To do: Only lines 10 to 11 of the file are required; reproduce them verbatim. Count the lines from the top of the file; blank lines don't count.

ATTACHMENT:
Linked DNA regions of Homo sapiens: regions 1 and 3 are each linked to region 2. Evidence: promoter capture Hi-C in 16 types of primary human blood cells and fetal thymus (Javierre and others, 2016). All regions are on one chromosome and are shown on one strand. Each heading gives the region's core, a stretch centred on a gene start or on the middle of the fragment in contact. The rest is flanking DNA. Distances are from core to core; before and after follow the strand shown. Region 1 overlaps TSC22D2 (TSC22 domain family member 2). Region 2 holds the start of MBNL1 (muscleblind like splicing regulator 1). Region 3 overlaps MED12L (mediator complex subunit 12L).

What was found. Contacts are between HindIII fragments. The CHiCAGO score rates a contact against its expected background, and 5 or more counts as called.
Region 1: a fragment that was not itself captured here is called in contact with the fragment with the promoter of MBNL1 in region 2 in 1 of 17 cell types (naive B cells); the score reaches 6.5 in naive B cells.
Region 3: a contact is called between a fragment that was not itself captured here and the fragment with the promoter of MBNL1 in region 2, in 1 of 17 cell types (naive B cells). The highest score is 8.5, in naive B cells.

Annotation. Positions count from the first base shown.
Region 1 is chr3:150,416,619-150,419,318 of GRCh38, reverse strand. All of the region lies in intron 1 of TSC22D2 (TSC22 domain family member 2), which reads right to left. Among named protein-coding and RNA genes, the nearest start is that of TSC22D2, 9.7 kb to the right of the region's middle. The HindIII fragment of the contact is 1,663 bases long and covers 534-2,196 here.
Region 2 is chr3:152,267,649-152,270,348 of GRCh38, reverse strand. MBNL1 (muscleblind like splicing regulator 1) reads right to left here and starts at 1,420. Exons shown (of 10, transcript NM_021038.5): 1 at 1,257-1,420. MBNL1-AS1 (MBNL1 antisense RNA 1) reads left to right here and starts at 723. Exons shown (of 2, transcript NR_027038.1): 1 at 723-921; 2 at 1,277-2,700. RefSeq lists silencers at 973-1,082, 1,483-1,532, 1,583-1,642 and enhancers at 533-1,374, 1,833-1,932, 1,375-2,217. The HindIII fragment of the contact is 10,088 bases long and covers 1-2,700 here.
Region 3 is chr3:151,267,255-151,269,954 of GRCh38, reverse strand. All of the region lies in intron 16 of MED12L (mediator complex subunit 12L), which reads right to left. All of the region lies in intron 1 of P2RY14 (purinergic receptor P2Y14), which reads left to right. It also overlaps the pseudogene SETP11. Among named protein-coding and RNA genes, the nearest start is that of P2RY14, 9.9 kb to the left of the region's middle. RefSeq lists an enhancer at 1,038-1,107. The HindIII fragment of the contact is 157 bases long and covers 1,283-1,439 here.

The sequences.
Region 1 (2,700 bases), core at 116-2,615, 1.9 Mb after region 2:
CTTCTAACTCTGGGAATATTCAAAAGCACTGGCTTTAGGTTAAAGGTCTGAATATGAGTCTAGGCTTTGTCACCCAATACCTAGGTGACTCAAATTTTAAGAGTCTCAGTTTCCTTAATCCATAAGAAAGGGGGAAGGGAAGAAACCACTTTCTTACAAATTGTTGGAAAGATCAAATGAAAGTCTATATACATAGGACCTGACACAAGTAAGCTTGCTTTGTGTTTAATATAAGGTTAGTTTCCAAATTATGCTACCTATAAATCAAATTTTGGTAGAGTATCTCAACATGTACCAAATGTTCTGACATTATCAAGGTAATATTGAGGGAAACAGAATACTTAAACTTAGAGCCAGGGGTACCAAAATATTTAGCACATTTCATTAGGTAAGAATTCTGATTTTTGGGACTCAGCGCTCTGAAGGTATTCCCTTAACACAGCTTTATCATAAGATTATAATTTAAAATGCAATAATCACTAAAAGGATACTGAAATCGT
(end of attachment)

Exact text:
Region 1 (2,700 bases), core at 116-2,615, 1.9 Mb after region 2:
CTTCTAACTCTGGGAATATTCAAAAGCACTGGCTTTAGGTTAAAGGTCTGAATATGAGTCTAGGCTTTGTCACCCAATACCTAGGTGACTCAAATTTTAAGAGTCTCAGTTTCCTTAATCCATAAGAAAGGGGGAAGGGAAGAAACCACTTTCTTACAAATTGTTGGAAAGATCAAATGAAAGTCTATATACATAGGACCTGACACAAGTAAGCTTGCTTTGTGTTTAATATAAGGTTAGTTTCCAAATTATGCTACCTATAAATCAAATTTTGGTAGAGTATCTCAACATGTACCAAATGTTCTGACATTATCAAGGTAATATTGAGGGAAACAGAATACTTAAACTTAGAGCCAGGGGTACCAAAATATTTAGCACATTTCATTAGGTAAGAATTCTGATTTTTGGGACTCAGCGCTCTGAAGGTATTCCCTTAACACAGCTTTATCATAAGATTATAATTTAAAATGCAATAATCACTAAAAGGATACTGAAATCGT